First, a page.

TGIF! November 6, 2015

The US economy got a huge boost and the Federal Reserve has an interesting dilemma ahead, because the October job report absolutely crushed expectations.  The Non-Farm Payroll report that the government releases monthly is not a perfect representation of the job situation in the country, but it’s what’s been utilized for years.  It is a key, common barometer that has measured history in order to prognosticate the economic future.  It still applies today.  

Expectations for jobs were quite cautious heading to November.  If you recall, the September job report was a big disappointment.  The Fed didn’t raise interest rates in September like we had anticipated all along due to their concerns over international issues.  The fear was the global sneezes could get us sick.  The Fed didn’t want to take that risk back then.  Things have changed now, and for the better.

A whopping 271,000 jobs were created in October, the largest increase for the year. The unemployment rate dipped to a fresh seven-year low of 5%.  Expectations were for 183,000, and most people were thinking that number was too high.  Boy was that wrong.  This was the signal the Fed has been looking for, and allows them to get back on track to discontinue the emergency monetary policies employed since the Financial Crisis.  Importantly, the burst of hiring was broad based, and it came despite the slowdown overseas. The US economy remains quite resilient.  This bodes well for the holidays, the busiest spending season on the year.

The greatest risk for the Market now in our minds is the US Dollar strengthening again.  The strong Dollar puts pressure on US exports as well as foreign countries with Dollar denominated debt.  This is particularly a concern for countries that are large commodity producers.  They are hurting.  But the chance of a December Fed rate hike just got higher.  The US Dollar jumped on the job news, taking virtually every currency down against it.  The Euro is back down to $1.07, a level not seen since April.  The low on the year for the Euro against the Dollar was $1.04.  We’re almost there again.  The Euro began the year at the high of $1.21.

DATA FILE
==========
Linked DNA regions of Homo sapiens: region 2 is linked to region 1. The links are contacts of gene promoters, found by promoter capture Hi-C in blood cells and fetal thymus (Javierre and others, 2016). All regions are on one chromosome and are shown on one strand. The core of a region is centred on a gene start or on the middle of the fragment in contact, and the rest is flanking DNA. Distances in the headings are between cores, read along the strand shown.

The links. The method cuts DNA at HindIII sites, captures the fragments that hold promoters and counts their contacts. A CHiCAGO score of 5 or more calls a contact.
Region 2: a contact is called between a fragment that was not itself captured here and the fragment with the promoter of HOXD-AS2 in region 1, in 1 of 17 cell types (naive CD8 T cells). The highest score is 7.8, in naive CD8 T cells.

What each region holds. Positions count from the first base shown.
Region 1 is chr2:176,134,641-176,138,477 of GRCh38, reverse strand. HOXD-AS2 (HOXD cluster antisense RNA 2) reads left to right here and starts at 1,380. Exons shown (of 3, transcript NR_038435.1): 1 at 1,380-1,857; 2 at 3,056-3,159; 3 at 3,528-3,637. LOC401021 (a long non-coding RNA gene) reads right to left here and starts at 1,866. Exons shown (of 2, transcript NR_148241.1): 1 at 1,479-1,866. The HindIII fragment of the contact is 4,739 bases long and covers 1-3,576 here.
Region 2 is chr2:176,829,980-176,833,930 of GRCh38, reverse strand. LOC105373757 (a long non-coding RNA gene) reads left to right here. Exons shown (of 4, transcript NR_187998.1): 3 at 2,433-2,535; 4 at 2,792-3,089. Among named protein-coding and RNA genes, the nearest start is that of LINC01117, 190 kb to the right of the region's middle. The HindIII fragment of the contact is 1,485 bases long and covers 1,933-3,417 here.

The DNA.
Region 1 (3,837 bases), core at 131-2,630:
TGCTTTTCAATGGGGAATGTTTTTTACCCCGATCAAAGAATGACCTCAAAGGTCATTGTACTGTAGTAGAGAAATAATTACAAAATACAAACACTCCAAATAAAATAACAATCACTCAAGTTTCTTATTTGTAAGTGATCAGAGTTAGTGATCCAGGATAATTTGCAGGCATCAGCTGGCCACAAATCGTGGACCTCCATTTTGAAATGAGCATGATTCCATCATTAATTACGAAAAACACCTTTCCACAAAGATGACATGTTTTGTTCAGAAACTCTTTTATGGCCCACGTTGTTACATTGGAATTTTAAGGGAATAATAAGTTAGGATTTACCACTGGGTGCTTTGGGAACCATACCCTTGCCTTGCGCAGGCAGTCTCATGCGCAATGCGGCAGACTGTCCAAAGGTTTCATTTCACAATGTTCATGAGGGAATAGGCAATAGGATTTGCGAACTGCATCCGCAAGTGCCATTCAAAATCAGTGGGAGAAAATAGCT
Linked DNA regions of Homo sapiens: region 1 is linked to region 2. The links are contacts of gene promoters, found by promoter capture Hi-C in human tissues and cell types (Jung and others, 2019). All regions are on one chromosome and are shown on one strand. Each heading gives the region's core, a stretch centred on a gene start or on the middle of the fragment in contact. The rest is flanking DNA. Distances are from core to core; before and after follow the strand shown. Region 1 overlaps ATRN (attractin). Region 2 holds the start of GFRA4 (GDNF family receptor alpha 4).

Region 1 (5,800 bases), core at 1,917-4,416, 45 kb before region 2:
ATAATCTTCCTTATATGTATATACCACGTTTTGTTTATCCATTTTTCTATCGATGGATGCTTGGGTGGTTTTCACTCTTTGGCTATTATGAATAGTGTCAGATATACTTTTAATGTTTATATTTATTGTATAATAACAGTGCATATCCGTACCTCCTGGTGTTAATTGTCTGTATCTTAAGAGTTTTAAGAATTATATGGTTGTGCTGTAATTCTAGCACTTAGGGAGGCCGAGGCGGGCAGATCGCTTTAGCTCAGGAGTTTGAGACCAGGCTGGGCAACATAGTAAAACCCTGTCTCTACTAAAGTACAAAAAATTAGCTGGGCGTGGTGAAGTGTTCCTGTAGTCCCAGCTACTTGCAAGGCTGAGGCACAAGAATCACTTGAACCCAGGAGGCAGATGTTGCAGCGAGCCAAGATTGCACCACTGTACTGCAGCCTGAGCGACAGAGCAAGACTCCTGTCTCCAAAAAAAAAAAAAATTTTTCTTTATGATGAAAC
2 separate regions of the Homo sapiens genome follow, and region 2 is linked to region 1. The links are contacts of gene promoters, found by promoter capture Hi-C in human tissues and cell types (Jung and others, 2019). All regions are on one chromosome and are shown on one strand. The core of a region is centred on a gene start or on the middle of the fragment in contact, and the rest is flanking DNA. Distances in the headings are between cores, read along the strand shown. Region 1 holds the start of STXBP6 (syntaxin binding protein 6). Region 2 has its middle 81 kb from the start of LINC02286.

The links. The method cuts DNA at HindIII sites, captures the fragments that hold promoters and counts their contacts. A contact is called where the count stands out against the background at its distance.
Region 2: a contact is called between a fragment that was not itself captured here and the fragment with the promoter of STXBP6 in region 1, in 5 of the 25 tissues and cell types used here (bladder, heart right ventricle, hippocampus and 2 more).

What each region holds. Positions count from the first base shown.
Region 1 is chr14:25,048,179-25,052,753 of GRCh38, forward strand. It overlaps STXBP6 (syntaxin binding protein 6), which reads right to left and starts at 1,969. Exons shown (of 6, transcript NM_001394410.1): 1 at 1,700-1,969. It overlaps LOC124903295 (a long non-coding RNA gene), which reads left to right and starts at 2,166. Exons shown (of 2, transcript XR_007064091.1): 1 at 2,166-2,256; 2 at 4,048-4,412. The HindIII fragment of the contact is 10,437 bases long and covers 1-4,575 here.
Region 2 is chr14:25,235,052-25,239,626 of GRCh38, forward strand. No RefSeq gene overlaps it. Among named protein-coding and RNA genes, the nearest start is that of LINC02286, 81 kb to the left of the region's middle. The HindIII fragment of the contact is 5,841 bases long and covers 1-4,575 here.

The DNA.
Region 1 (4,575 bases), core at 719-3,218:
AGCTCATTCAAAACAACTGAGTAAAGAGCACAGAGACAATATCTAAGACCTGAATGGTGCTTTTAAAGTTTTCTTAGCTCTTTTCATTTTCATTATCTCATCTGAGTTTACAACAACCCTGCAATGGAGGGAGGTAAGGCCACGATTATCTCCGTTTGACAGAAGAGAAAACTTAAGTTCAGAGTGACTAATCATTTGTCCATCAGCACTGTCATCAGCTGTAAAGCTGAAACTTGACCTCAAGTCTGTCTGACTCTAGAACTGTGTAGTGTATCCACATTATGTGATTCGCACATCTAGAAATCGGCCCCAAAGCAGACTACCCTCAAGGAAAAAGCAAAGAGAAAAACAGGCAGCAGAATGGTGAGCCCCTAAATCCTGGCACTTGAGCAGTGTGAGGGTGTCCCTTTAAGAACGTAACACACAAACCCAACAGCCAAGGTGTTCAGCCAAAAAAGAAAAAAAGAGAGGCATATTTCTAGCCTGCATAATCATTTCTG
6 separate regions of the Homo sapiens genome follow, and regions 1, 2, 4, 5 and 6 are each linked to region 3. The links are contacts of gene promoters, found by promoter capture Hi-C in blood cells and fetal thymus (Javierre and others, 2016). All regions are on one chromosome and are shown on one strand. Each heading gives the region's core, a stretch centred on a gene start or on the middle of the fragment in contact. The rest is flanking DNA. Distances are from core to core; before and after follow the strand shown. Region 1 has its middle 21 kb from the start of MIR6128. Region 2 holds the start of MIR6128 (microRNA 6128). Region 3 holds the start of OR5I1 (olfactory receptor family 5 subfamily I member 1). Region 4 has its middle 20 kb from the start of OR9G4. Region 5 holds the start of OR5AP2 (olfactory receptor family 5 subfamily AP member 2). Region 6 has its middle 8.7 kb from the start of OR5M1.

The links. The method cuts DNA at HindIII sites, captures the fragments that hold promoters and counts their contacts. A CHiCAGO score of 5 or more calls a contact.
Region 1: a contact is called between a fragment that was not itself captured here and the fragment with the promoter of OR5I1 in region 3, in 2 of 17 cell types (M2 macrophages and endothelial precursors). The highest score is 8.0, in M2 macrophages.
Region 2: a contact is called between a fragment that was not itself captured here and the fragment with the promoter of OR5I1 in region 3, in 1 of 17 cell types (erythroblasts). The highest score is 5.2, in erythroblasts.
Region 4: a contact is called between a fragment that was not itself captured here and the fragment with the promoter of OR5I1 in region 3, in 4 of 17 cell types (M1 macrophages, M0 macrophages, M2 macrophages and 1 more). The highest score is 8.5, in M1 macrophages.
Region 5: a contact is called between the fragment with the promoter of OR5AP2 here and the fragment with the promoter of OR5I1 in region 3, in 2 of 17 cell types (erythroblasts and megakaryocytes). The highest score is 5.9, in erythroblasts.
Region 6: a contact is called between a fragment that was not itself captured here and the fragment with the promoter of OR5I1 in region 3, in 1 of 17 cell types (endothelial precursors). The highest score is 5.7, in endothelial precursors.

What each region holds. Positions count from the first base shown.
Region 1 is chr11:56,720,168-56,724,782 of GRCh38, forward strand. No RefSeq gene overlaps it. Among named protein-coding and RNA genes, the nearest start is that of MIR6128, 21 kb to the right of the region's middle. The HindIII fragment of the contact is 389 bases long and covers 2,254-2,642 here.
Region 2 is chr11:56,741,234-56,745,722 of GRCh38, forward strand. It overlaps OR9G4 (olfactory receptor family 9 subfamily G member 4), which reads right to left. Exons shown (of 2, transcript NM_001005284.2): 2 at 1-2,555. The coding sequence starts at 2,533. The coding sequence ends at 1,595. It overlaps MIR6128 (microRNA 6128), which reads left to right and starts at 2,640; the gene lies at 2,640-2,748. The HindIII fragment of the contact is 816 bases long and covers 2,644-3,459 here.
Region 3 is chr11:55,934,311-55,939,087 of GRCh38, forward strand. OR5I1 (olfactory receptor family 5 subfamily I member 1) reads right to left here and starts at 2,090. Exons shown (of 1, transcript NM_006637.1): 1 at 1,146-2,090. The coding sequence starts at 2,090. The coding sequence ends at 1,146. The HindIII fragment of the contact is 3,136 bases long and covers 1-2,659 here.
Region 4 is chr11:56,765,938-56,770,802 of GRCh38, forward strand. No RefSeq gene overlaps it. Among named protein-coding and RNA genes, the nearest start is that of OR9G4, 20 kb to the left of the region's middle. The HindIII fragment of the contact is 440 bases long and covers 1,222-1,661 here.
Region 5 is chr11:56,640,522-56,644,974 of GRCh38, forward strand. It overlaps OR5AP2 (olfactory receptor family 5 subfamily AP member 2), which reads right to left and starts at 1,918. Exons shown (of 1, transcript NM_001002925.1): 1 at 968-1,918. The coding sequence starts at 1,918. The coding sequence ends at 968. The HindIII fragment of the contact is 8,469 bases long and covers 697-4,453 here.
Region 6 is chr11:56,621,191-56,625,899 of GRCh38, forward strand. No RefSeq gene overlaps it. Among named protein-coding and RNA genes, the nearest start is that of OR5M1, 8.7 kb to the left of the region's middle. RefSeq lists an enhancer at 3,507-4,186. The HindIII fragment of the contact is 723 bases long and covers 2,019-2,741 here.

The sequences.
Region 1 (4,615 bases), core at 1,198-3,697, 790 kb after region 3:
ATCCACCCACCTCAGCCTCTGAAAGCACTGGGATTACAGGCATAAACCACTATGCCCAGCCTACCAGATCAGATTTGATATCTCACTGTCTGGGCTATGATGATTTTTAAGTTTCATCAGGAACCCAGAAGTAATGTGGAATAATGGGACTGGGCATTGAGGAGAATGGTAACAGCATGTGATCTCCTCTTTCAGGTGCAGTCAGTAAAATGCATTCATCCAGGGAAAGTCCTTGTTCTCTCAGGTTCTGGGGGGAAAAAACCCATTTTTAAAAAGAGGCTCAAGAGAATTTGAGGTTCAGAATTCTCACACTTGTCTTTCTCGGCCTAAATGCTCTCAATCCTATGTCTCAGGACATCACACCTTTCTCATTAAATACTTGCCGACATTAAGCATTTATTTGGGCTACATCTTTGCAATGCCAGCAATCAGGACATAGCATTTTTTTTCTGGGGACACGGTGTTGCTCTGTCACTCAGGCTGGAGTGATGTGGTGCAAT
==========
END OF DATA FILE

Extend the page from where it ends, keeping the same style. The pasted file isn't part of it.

The US economy led the rest of the world out of recession.  It’s no surprise that our Fed will be the first to increase interest rates.  This transition will continue to be bumpy.  But the economic wounds have been healing since the crisis.  One rate hike is more psychological than real.  Interest rates will stay low.  Stocks and Bonds will be just fine.  It’s time for the Fed to just rip off that band-aid. That will be quite healthy.

Have a nice weekend.  We’ll be back, dark and early on Monday.


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